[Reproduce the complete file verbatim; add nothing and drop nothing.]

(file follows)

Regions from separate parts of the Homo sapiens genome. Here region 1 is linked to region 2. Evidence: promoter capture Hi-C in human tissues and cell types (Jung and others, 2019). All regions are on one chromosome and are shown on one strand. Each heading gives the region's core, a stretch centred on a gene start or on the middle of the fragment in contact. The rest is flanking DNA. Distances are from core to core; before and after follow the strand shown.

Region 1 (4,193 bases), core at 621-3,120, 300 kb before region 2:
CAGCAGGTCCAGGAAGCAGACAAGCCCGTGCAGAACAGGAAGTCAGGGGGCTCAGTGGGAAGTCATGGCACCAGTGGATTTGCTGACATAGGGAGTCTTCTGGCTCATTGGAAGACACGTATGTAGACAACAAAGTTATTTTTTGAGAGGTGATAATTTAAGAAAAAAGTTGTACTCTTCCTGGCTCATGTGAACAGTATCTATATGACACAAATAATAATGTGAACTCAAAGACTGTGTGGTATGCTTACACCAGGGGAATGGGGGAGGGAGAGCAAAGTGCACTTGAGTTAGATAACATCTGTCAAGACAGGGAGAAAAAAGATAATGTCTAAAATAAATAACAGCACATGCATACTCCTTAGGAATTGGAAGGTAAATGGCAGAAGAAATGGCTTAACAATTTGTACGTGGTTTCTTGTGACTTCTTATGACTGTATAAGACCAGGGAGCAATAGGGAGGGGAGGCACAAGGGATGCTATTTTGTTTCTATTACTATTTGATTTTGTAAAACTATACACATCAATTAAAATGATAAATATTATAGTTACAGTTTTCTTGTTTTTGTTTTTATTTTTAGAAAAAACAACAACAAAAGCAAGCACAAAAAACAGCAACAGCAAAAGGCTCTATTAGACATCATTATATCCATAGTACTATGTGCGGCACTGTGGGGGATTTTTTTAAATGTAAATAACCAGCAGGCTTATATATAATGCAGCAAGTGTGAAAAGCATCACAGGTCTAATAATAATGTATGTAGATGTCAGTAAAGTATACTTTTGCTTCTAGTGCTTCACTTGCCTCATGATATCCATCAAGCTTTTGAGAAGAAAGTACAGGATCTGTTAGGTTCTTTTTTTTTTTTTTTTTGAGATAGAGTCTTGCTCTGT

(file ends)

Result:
Regions from separate parts of the Homo sapiens genome. Here region 1 is linked to region 2. Evidence: promoter capture Hi-C in human tissues and cell types (Jung and others, 2019). All regions are on one chromosome and are shown on one strand. Each heading gives the region's core, a stretch centred on a gene start or on the middle of the fragment in contact. The rest is flanking DNA. Distances are from core to core; before and after follow the strand shown.

Region 1 (4,193 bases), core at 621-3,120, 300 kb before region 2:
CAGCAGGTCCAGGAAGCAGACAAGCCCGTGCAGAACAGGAAGTCAGGGGGCTCAGTGGGAAGTCATGGCACCAGTGGATTTGCTGACATAGGGAGTCTTCTGGCTCATTGGAAGACACGTATGTAGACAACAAAGTTATTTTTTGAGAGGTGATAATTTAAGAAAAAAGTTGTACTCTTCCTGGCTCATGTGAACAGTATCTATATGACACAAATAATAATGTGAACTCAAAGACTGTGTGGTATGCTTACACCAGGGGAATGGGGGAGGGAGAGCAAAGTGCACTTGAGTTAGATAACATCTGTCAAGACAGGGAGAAAAAAGATAATGTCTAAAATAAATAACAGCACATGCATACTCCTTAGGAATTGGAAGGTAAATGGCAGAAGAAATGGCTTAACAATTTGTACGTGGTTTCTTGTGACTTCTTATGACTGTATAAGACCAGGGAGCAATAGGGAGGGGAGGCACAAGGGATGCTATTTTGTTTCTATTACTATTTGATTTTGTAAAACTATACACATCAATTAAAATGATAAATATTATAGTTACAGTTTTCTTGTTTTTGTTTTTATTTTTAGAAAAAACAACAACAAAAGCAAGCACAAAAAACAGCAACAGCAAAAGGCTCTATTAGACATCATTATATCCATAGTACTATGTGCGGCACTGTGGGGGATTTTTTTAAATGTAAATAACCAGCAGGCTTATATATAATGCAGCAAGTGTGAAAAGCATCACAGGTCTAATAATAATGTATGTAGATGTCAGTAAAGTATACTTTTGCTTCTAGTGCTTCACTTGCCTCATGATATCCATCAAGCTTTTGAGAAGAAAGTACAGGATCTGTTAGGTTCTTTTTTTTTTTTTTTTTGAGATAGAGTCTTGCTCTGT